Cornerstones is also hoping to work with the surviving artists and their families to document the project, and there may be a virtual tour in the future.

Two other current projects are on properties owned by the U.S. Bureau of Land Management. Cornerstones has signed on to help the agency to preserve the Rael Ranch, a Territorial gem in La Cienega. “BLM acquired that ranch when Alonso Rael died about 10 years ago,” Barrow said. “The Raels have owned it forever; a sign says the ditch was 1718.”

The ranch is located on the Santa Fe River just above La Bajada. The beautiful, simple adobe ranch house, boasting some white-painted Territorial styling on the doors and windows, was probably built in about 1875.

“We’ve been hired to do a historic structures report. BLM is working on a plan. It has to be public in some way, but it’s a dead end with no parking, so it may be with special use permits.”

The other BLM property is the 19th-century silver-mining town of Lake Valley, 15 miles south of Hillsboro and 25 miles west of Hatch. “There’s a school, a church, a chapel and a house standing in various condition from ruins to restored,” Barrow said.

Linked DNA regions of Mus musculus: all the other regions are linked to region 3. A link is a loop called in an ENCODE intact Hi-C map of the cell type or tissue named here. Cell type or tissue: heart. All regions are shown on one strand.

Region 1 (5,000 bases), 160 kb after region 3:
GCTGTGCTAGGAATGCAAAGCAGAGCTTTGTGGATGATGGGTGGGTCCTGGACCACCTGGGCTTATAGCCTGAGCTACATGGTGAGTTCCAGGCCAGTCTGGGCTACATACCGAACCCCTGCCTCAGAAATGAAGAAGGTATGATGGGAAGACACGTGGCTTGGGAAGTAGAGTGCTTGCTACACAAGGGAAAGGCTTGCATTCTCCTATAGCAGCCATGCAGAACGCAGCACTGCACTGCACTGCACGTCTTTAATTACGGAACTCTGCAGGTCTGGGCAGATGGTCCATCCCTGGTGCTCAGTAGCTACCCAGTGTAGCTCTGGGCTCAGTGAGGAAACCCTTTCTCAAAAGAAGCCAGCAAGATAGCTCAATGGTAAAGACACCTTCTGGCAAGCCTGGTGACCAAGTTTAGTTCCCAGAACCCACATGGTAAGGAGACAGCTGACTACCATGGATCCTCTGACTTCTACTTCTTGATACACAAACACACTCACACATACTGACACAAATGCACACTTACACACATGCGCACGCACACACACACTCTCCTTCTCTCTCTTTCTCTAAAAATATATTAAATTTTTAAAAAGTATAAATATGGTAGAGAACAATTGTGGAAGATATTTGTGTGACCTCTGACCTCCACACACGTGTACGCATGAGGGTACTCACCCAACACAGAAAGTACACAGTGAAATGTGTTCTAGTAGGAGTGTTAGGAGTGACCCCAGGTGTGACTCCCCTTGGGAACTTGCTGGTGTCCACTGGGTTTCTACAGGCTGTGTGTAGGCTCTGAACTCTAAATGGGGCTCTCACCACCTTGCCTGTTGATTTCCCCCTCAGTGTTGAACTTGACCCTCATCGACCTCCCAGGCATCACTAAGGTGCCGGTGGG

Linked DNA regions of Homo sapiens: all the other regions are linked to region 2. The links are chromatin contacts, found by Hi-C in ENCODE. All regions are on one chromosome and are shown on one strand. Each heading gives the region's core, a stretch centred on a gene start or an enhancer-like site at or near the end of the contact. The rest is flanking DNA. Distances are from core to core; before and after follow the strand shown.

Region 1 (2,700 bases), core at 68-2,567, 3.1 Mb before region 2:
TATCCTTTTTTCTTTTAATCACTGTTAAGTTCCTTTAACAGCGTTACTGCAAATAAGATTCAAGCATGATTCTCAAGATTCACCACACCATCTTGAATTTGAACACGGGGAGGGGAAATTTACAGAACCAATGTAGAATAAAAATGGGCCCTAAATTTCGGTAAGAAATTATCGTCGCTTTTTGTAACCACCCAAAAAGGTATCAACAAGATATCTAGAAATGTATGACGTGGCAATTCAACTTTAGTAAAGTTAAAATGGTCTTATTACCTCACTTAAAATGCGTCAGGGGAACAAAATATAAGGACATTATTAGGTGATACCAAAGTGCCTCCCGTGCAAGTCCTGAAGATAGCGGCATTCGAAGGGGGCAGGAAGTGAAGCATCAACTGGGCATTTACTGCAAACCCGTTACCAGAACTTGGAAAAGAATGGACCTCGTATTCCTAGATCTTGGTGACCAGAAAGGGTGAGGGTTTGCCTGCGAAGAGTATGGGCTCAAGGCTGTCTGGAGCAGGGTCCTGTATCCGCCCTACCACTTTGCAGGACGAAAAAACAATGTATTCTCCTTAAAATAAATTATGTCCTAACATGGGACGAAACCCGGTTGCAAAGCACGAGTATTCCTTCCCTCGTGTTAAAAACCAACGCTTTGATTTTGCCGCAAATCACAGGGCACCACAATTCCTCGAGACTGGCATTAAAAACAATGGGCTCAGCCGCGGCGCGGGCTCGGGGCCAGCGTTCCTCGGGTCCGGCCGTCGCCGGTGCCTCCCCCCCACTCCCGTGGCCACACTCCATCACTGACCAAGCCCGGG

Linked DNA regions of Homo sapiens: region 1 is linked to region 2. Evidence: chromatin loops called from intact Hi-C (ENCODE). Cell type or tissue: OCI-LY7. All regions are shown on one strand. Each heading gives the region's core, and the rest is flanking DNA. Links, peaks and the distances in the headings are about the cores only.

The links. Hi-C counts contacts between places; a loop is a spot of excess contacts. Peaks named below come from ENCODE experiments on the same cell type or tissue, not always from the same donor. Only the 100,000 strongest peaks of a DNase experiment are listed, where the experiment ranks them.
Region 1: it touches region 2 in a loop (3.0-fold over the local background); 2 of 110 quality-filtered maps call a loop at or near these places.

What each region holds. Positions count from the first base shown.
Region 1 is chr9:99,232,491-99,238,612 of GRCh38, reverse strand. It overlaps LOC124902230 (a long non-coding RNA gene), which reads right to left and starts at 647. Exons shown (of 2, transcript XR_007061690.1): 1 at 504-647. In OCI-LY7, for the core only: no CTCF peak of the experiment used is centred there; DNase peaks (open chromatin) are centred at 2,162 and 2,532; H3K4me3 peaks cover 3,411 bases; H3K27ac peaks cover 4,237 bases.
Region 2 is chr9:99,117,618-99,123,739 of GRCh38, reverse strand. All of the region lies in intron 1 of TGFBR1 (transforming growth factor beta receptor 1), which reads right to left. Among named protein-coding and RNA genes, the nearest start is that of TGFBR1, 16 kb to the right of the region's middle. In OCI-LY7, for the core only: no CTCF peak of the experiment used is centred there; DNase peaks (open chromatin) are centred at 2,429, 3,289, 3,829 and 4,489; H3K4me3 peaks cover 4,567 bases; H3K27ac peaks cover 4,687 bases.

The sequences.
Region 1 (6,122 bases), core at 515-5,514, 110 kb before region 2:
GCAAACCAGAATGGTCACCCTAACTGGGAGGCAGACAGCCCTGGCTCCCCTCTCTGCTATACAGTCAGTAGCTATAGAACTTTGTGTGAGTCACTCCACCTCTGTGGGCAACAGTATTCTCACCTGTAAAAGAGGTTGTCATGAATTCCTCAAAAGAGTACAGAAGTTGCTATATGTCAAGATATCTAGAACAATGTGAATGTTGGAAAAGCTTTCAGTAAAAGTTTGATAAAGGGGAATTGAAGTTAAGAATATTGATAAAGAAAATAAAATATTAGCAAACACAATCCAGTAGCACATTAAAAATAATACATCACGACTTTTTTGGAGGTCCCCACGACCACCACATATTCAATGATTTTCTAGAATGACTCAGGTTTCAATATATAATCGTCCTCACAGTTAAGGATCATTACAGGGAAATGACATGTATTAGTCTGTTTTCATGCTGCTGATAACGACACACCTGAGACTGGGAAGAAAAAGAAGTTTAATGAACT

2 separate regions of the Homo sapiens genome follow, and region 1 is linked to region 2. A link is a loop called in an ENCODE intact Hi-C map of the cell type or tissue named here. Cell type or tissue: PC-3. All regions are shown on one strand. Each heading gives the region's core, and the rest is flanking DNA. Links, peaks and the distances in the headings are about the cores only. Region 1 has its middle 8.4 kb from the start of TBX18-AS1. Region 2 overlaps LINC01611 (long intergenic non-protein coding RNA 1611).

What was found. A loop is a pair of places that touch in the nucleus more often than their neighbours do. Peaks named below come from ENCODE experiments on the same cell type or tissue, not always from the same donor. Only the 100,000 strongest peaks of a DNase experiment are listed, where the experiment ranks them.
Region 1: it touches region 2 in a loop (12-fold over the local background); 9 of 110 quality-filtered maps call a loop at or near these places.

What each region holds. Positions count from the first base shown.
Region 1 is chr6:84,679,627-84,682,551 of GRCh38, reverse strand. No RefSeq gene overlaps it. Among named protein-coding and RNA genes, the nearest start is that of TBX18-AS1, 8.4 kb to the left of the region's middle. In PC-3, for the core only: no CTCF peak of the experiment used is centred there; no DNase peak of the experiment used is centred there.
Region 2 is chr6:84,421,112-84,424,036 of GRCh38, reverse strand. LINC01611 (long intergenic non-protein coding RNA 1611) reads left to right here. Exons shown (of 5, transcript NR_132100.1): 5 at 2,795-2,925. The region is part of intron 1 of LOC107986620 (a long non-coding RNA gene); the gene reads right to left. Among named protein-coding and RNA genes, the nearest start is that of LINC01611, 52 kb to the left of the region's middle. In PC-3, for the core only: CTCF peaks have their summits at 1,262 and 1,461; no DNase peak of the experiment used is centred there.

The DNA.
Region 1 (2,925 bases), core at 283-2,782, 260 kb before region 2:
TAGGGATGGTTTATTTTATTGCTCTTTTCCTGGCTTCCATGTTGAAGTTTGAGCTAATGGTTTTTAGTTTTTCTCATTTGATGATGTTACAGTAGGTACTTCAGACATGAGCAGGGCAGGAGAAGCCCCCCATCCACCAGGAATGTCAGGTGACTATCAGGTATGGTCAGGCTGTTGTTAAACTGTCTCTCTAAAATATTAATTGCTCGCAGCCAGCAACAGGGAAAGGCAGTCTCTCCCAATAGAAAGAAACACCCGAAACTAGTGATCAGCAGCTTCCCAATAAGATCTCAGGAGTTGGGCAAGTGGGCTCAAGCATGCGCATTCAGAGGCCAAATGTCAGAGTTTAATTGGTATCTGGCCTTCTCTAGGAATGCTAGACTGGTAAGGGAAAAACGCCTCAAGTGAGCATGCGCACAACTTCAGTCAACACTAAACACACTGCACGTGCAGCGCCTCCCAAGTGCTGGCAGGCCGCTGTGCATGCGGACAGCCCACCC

The place is basically a ghost town, although the school is a museum, telling the story of Lake Valley. “Everything’s pitched roofs and interesting details like wallpaper and elaborate moldings, special hinges and locks in the little home — details you don’t see in rural New Mexico. BLM asked us to help with roofing on the buildings, to get the bats out, and then to do workshops in door and window restoration and adobe preservation.”

Cornerstones Community Partnerships uses a lot of adobe bricks in all of its projects. Every year it holds an adobemaking event at San Miguel Church in Santa Fe, giving residents and visitors a chance to get their hands dirty with good, local earth and make bricks that will be used all over New Mexico. Unfortunately, Cornerstones had to cancel this year’s workshop due to the COVID-19 pandemic.

But the work will never end, and Barrow wishes there was a way to save many more adobe buildings.

“One of my dreams is the broader cultural landscape of New Mexico, where there are so many beautiful barns and other structures going down. Somehow we need an emergency fund or something. All you want to do is just stabilize them, a stitch here and a stitch there, to buy another 20 or 30 years.”

To find out more about Cornerstones, see